"Data-Driven Thinking" is written by members of the media community and contains fresh ideas on the digital revolution in media.
Today's column is written by Allison Schiff, senior editor at AdExchanger. It's part of a series of perspectives from AdExchanger's editorial team.
The COVID-19 outbreak highlights a singular dilemma of a pandemic in the digital age: Does fighting a health crisis warrant the mass collection and use of personal data?
Governments, public health policymakers and commercial businesses are advocating data collection as one of the most efficient weapons in the fight against the disease.
Last week, Apple and Google, unlikely bedfellows, announced a partnership to create contact tracing technology that will allow iOS and Android devices to use Bluetooth to alert anybody who’s been within 10 or 15 feet of a person that recently tested positive for coronavirus.
European telecom companies are sharing mobile phone data with governments to track people’s movements during lockdowns. Israel passed emergency legislation in March to use smartphone data to identify infected individuals and enforce its quarantine. South Korea is planning to use electronic wristbands to ensure people are properly isolating themselves. There are numerous other examples.
Meanwhile, location data companies – they must be pinching themselves – are lining up to share aggregated data with governments and the press about the efficacy of social distancing and quarantine measures. Just a few months ago, location data companies were actively battling the narrative that they dabbled in the dark art of surveillance capitalism.
The problem is that privacy is a bit like health – you only notice it when you no longer have it.
There are few people who wouldn’t give up certain rights in the short term if it could help save lives and arm scientists and governments in their battle against a deadly disease. Yet, it’s nearly impossible to close a barn door once it’s swinging.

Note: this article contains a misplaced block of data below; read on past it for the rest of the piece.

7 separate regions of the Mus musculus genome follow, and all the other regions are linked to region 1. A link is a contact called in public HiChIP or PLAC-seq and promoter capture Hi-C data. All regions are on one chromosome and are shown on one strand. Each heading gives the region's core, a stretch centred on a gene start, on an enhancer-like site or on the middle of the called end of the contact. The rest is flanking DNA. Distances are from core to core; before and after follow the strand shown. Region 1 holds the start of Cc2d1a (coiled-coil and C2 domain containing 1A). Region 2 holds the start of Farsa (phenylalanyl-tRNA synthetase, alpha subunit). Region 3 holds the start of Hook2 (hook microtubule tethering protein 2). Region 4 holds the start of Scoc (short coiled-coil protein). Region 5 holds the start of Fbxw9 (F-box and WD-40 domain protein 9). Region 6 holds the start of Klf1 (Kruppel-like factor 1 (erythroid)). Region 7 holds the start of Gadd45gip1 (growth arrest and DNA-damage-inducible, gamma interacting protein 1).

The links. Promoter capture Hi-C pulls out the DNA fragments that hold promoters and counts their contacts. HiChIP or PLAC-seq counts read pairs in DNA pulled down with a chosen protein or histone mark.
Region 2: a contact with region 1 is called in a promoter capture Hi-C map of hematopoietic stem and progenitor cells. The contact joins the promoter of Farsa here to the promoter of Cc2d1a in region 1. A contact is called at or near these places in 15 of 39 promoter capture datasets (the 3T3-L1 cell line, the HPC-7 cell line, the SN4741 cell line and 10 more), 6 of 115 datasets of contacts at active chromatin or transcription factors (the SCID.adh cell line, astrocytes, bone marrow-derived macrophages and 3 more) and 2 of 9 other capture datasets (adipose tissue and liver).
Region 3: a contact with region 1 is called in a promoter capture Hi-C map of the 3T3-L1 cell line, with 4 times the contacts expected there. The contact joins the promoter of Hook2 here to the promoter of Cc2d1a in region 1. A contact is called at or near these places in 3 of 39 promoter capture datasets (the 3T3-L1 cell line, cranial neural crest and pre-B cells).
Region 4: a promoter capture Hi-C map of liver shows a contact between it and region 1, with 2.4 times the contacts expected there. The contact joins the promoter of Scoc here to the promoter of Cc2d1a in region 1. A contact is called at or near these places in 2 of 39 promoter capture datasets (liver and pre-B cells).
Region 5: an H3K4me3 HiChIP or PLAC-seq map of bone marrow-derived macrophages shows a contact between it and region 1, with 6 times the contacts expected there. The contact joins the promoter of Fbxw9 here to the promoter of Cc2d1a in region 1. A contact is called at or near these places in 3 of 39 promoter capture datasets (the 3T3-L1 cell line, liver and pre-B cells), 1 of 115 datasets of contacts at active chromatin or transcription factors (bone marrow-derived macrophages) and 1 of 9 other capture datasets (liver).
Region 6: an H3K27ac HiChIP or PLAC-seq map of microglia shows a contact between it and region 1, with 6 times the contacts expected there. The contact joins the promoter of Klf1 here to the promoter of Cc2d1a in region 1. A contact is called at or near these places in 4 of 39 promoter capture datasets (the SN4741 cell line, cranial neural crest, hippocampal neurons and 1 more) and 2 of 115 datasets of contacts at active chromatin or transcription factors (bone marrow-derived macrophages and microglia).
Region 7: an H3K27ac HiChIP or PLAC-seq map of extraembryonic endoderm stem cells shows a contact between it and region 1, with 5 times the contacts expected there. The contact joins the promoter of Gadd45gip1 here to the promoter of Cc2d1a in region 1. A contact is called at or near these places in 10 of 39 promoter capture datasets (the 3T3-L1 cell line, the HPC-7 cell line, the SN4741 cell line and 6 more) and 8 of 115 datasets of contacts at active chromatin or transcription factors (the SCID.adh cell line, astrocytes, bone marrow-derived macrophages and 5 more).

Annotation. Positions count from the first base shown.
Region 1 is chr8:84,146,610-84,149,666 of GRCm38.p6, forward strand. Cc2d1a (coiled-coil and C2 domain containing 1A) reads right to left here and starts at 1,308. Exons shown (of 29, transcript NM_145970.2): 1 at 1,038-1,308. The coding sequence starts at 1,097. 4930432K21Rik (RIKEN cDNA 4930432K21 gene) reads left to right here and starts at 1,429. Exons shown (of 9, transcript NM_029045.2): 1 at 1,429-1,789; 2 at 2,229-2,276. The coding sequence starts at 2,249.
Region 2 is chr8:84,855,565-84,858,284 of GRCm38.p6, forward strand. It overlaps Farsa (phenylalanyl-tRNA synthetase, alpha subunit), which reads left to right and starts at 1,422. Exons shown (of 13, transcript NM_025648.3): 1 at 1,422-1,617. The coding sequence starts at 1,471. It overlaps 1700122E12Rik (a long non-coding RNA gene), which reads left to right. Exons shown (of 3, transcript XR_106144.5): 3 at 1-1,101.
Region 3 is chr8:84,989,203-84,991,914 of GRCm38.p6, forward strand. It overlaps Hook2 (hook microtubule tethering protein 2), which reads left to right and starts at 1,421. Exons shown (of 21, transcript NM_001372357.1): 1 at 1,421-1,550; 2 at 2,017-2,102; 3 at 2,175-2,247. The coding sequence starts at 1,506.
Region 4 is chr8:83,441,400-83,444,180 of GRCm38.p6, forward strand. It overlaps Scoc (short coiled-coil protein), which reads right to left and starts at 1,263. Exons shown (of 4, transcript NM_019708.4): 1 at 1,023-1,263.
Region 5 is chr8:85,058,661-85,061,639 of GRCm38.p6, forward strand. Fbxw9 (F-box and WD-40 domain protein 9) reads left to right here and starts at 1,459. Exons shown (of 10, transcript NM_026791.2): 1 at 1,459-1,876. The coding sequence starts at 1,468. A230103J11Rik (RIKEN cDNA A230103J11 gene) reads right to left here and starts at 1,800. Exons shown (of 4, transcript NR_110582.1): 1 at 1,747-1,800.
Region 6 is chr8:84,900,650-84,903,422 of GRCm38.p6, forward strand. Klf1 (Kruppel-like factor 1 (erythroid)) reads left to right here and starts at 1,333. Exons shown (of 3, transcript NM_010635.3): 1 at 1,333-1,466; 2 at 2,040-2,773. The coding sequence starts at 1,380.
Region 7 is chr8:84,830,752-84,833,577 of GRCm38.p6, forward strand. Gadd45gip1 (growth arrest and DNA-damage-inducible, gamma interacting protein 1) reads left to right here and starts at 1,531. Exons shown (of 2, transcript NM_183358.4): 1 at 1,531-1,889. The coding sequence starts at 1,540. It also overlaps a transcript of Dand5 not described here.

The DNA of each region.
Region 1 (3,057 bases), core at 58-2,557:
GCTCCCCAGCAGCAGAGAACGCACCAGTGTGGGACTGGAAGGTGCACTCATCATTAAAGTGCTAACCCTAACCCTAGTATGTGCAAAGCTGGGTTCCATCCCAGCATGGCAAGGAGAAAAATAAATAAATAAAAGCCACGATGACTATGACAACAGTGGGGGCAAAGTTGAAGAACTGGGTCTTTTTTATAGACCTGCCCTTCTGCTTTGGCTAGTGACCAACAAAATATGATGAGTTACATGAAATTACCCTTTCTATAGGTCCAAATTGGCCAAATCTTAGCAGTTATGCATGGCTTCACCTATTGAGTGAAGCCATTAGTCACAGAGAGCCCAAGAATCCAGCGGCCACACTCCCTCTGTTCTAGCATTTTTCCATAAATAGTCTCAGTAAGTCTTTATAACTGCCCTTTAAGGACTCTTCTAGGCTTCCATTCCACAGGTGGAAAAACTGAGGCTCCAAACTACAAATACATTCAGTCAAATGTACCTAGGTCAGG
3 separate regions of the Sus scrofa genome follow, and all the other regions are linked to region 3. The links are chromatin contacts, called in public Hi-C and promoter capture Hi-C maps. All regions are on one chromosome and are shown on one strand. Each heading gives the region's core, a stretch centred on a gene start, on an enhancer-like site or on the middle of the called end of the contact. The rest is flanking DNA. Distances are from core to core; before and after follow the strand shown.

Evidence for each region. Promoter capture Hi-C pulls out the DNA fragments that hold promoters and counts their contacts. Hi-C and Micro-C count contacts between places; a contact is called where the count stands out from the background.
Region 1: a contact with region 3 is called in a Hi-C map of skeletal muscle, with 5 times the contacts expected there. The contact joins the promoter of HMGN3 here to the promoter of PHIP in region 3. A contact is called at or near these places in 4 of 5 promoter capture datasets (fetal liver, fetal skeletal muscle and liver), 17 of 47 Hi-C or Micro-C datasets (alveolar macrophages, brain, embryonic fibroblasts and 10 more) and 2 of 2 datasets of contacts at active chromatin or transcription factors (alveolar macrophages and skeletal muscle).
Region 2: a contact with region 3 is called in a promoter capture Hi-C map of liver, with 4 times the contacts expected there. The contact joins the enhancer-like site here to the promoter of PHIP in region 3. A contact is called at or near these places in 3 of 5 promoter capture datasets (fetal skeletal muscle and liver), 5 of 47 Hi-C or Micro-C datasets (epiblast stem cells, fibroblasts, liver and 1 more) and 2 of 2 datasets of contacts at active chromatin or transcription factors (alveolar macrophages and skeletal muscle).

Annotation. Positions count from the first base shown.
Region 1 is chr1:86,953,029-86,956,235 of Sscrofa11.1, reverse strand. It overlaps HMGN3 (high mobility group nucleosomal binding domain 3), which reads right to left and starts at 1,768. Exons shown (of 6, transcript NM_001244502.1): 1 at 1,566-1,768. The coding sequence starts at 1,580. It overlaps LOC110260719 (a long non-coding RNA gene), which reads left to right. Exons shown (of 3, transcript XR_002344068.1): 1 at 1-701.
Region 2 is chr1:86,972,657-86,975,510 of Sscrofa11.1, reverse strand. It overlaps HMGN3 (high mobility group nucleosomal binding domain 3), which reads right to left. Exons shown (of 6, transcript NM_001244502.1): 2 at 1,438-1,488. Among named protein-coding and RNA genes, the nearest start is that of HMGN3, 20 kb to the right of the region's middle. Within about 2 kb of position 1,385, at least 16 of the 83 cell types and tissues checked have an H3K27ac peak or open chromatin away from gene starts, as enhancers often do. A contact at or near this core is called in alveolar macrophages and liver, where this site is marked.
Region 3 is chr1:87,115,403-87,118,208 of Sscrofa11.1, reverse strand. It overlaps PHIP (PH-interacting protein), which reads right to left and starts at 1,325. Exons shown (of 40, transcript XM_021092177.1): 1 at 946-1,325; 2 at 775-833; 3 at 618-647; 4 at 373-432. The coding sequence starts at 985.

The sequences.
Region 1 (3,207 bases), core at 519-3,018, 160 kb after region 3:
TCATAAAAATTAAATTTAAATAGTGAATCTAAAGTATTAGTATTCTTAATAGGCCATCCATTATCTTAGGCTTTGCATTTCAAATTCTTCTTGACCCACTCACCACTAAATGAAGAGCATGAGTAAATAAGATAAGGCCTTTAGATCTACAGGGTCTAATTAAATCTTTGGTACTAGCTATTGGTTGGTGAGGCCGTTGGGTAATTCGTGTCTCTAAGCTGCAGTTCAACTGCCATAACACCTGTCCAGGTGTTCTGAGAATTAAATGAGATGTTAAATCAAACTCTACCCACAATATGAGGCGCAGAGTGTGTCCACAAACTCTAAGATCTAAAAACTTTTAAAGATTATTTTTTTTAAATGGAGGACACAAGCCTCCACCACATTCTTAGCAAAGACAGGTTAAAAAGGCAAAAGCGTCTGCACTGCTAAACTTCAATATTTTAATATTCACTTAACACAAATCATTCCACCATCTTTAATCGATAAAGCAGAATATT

Peter Micek, general counsel at Access Now, a digital rights advocacy group, put it well on a webcast I tuned into recently hosted by the Information Technology and Innovation Foundation:
“Surveillance is a bad party guest; it stays much longer than you welcome it for.”
Sept. 11 is one of the most recent and oft-cited examples of this phenomenon. The Patriot Act, passed just over a month after the attacks, was used widely as an excuse for nearly two decades to engage in warrantless wiretapping and the large-scale monitoring of communications.
That act exemplifies how new legal frameworks passed under exigent circumstances become permanent fixtures.
You don’t have to believe in a dystopian future to invent potential scenarios where data collected for one purpose could later be used for another. Health data gathered to fight the pandemic could later be used to deny someone insurance. The same location data used for individualized contact tracing could reveal a person’s movements to a government intelligence agency.
The more data that gets shared, the more those possible use cases pile up. Even if seemingly innocuous data is aggregated and anonymized, it’s relatively easy to de-identify by cross-referencing it with other data sets.
By the same token, data is a powerful tool. And even hardcore privacy advocates agree that if data is properly collected, stored securely and with strict purpose limitations and time horizons set for its use, that it should be applied to help arrest the spread of disease and lay the groundwork for a return to life after quarantine.
It’s about being smart, reasonable, transparent, having the right people at the table – both civilian health officials and government representatives – and setting out very specific parameters from the start, including prohibiting secondary uses for any data collected as part of the pandemic response.
That would be ideal. The thing is … we don’t live in an ideal world.
Cillian Kieran, CEO of privacy compliance startup Ethyca, summed up the predicament for me like so during a recent chat: “The freedoms you give away for the public benefit in the short term often end up being a lot longer term than you think.”
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